Anchoring Phenomenon

Objects move in different ways during physical activities on the playground.

Lesson Concept

Develop a model showing how the strength and direction of a force can cause an cause an object to move.

Investigative Phenomenon

A basketball on the playground moves when it is thrown.


Click here for NGSS, CCSS–ELA, and California ELD standards.

Time | Materials | Advance Preparation


190–350 minutes: (4–-6 lessons)

Part I60–120 minutesEngage
Part II60–120 minutesExplore/Explain 1
Part III10–20 minutesExplain 2
Part IV30–60 minutesElaborate
Part V30 minutesEvaluate


Whole Class


  • Ping-pong ball (or another small ball)
  • Small plastic cup with a 2-inch or 3-inch diameter




These activities/references can extend understanding of force and motion:

Computer Simulations


Advance Preparation

  1. Gather materials.
  2. Make a large chart 3.2.C1: Observable Features of Models or use a document camera.
  3. Prepare two charts on with the title Models and one with the title Patterns.
  4. Have available 3.1.C1: Basketball from Lesson 1: Movement on the Playground. Decide which questions from 3.1.C1: Basketball you will have investigated by outside work groups. (Select 5 or 6 questions that can be answered by simple investigations.)
  5. Prepare posters to display vocabulary terms and their definitions:
    • push: a force that moves an object away from a participant
    • pull: a force that moves an object towards a participant
    • force: pulls and pushes
    • gravity: a force that pulls objects down
    Note: Push and pull are kindergarten vocabulary; force and gravity are used in third grade.
  6. Review TalkScience resource to determine when best to use this resource in student‑to‑student discourse.

Part I

Engage (60–120 minutes)

Develop a model showing how the strength and direction of a force can cause an object to move.

  1. Have students share their science notebook with 3.1.H1: Motion Observation (from Lesson 1: Movement on the Playground) with a partner. Ask them to discuss what they observed about not moving and moving objects and how they showed that in their drawings.

    Find an example from a science notebook that has arrows showing motion and possible forces acting on the basketball. You will use this sample, under the doc camera, to facilitate a discussion on what might be needed in a model to represent motion and possible forces acting on an object.

  3. Have students look at the sample and ask: “What do you notice about this example that helps you understand what is happening in this drawing?” Leading Questions:
    • “Is the object moving or not? How can you tell? How was this represented in this drawing?”
    • “How are the arrows helping represent what this student observed?”
    • “What is happening to the object?”
    • “What caused it to move?”
    Expected Student Responses (ESRs):
    • The object is moving because there are arrows showing the direction the object moves.
    • There was an explanation describing what was observed and why the object moved.
  4. Tell the class that they will be having more opportunities in this lesson to create models of their investigations, adding the details needed to represent their observations and explanations just like scientists.

    Features of a model include identification and labeling of the parts, how the parts relate to one another, and how the model can be used to make a prediction or explanation. These features will be explored throughout the rest of the lesson using 3.2.C1: Observable Features of Models.

  6. Explain that in addition to explaining the things we can observe about movement, scientists often use models to help them think about and explain how movement works (cause and effect).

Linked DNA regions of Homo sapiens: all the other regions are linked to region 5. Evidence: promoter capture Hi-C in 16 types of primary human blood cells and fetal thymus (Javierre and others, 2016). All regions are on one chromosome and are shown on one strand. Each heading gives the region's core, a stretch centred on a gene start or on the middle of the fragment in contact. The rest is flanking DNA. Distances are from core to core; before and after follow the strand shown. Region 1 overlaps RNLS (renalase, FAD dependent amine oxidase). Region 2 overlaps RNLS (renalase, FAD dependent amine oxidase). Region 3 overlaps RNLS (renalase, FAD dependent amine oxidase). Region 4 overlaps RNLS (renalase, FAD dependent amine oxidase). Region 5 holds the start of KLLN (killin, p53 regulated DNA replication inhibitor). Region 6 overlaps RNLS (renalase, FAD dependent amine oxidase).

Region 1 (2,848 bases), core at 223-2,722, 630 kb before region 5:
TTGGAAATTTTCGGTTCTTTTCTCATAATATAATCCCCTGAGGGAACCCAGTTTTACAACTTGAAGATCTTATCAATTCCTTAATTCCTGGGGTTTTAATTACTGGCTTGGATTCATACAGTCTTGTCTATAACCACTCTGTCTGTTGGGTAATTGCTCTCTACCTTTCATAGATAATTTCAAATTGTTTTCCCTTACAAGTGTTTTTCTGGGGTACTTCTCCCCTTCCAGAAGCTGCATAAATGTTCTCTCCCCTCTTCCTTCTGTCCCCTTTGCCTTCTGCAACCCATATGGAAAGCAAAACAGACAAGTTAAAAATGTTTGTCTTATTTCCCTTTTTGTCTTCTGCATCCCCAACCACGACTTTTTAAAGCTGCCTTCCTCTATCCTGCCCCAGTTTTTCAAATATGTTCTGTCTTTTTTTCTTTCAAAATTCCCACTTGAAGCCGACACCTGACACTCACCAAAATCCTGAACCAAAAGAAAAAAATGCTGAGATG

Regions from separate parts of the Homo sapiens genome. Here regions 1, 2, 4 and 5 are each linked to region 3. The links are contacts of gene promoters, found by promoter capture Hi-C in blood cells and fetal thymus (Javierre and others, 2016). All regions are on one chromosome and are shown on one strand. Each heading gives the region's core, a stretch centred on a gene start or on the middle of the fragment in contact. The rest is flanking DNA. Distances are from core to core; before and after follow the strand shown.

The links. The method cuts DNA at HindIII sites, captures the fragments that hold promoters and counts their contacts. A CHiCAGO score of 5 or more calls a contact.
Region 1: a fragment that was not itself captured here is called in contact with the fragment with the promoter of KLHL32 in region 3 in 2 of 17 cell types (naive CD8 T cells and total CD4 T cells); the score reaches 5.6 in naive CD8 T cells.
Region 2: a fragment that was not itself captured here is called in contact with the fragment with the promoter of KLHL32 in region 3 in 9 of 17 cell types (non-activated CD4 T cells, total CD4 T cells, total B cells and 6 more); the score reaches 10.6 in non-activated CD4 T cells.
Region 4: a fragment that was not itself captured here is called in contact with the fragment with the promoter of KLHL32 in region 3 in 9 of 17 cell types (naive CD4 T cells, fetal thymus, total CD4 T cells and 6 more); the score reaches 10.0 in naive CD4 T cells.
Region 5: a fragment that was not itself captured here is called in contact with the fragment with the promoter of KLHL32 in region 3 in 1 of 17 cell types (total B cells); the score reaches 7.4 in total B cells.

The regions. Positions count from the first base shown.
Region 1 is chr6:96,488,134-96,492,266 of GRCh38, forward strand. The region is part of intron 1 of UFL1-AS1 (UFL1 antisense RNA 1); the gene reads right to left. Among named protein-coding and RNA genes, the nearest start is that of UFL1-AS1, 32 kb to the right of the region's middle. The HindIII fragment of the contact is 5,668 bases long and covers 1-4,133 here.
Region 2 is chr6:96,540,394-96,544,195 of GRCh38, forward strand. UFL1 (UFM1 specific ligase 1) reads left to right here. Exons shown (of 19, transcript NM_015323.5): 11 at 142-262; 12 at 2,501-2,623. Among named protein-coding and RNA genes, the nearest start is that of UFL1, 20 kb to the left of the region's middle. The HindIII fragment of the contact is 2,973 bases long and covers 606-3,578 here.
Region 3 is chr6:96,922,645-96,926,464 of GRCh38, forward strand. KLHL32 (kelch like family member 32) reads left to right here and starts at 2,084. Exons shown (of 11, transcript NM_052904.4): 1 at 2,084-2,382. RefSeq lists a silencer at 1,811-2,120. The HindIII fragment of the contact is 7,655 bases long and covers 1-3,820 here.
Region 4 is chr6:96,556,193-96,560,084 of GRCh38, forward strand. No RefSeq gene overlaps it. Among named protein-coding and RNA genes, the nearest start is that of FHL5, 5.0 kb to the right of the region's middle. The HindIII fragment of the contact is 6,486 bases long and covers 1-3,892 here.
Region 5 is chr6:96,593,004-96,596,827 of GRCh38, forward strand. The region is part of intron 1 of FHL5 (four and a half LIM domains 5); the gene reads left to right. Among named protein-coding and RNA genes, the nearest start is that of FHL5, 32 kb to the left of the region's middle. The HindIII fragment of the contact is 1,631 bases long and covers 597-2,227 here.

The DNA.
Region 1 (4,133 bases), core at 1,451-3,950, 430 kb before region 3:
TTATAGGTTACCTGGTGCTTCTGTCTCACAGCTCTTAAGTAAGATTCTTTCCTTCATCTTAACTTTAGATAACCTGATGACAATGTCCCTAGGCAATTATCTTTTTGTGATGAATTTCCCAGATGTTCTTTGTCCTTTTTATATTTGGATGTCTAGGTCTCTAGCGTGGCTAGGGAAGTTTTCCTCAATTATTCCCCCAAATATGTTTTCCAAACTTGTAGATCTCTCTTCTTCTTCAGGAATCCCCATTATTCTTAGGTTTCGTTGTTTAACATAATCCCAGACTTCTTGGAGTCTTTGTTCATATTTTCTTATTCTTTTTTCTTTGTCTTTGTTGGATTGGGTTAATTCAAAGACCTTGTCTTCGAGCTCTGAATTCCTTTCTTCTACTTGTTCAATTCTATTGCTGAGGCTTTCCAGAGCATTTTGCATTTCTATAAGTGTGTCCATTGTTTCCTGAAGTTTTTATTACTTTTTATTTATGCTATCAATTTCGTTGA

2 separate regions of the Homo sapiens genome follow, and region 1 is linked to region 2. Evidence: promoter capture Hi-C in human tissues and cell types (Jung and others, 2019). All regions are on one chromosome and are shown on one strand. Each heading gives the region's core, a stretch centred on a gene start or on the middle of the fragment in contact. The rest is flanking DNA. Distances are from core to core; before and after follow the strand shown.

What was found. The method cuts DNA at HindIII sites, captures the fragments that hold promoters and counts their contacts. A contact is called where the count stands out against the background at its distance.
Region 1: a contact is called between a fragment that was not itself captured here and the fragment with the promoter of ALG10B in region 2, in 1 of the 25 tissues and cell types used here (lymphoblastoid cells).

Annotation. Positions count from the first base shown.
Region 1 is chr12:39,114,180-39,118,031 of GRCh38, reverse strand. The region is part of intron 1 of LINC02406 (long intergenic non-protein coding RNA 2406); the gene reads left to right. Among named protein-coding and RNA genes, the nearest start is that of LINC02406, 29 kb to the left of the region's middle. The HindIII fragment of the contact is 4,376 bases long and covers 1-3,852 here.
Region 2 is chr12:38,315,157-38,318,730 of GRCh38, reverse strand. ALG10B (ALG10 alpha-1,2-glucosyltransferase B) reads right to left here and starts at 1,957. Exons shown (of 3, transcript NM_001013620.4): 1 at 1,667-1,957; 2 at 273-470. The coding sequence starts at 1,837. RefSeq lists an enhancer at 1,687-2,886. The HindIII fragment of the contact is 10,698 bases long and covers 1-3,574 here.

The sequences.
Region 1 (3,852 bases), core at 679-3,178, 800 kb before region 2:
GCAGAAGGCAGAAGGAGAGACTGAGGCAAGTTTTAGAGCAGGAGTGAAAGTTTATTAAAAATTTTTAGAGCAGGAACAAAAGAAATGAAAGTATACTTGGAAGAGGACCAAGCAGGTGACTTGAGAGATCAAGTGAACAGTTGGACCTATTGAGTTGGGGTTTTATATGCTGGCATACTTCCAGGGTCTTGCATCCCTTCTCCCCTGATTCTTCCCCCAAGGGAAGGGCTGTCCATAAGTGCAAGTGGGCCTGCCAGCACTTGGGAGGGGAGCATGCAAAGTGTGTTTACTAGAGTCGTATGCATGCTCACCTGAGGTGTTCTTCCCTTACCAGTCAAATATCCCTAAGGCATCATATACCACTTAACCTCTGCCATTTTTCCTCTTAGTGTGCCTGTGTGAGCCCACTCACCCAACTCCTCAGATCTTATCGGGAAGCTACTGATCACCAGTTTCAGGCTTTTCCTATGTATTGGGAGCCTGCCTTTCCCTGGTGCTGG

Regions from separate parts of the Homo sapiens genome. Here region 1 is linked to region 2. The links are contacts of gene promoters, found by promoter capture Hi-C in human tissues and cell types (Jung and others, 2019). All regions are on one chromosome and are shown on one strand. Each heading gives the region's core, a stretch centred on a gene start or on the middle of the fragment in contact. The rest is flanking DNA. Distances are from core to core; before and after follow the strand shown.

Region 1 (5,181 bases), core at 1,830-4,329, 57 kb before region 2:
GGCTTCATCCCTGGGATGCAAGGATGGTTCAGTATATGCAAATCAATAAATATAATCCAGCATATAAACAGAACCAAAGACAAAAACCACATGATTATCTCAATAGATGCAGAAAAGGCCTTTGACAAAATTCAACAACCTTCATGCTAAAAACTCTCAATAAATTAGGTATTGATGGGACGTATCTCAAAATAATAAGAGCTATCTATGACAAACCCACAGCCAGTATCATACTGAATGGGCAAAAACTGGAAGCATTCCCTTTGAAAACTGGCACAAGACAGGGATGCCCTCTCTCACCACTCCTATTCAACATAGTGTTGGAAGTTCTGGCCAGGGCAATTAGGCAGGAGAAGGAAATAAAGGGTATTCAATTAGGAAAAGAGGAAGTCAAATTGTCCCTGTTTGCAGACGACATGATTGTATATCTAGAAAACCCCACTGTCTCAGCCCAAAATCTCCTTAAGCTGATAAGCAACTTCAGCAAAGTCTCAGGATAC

When thinking about force and motion, scientists use labels and arrows to show the direction of the force (cause) to an object and the strength of the force causing the object to remain in place or move (effect). They add supporting details to better explain what is happening.

  8. Have the class look at the chart 3.1.C1: Basketball from Lesson 1: Movement on the Playground. Explain that we can create a model of this basketball adding more details than we had on 3.1.H1: Motion Observation.
  9. Place a basketball in front of the class on a flat desk. Direct students not to touch the ball. Make sure it is stationary.
  10. Direct students to observe the basketball, and in their science notebook make an initial model to describe what the ball is doing (not doing) and identify what they think might be causing it to do what it is doing (not doing).

    Not all of the students were able to draw a basketball on 3.1.H1: Motion Observation. This gives all students the opportunity to draw a model of a basketball. Encourage students who drew a basketball on 3.1.H1: Motion Observation to transfer their model of the basketball from the ground onto a desk and label it.

  12. Ask a few students to share their initial models and ideas with the class. “What detail or labels did you add to represent what you observed? What do you think is causing the basketball not to move?” ESRs: I labeled the ball and the desk. The basketball is staying still on the desk. The basketball is not moving because no one is touching it.

    There will be many steps in the scaffolding of “creating a model” within this lesson. Students will be given multiple opportunities to revise and add to models throughout this lesson. Therefore, basic models without details representing or explaining cause-and-effect relationships are acceptable at this time.

    As students revise their models, notice how their thinking is changing both in terms of developing models (i.e., the Observable Features of Models) and using models to describe the scientific concepts.

  14. Explain that now they will make a model of the ball in motion. Ask a student to come to the front of the class and move the ball (without picking it up) across the desk until it falls off.

    Encourage the student to push the ball so that it falls off the desk. This gives students the chance to add it falling in their model. At this time students might not mention gravity.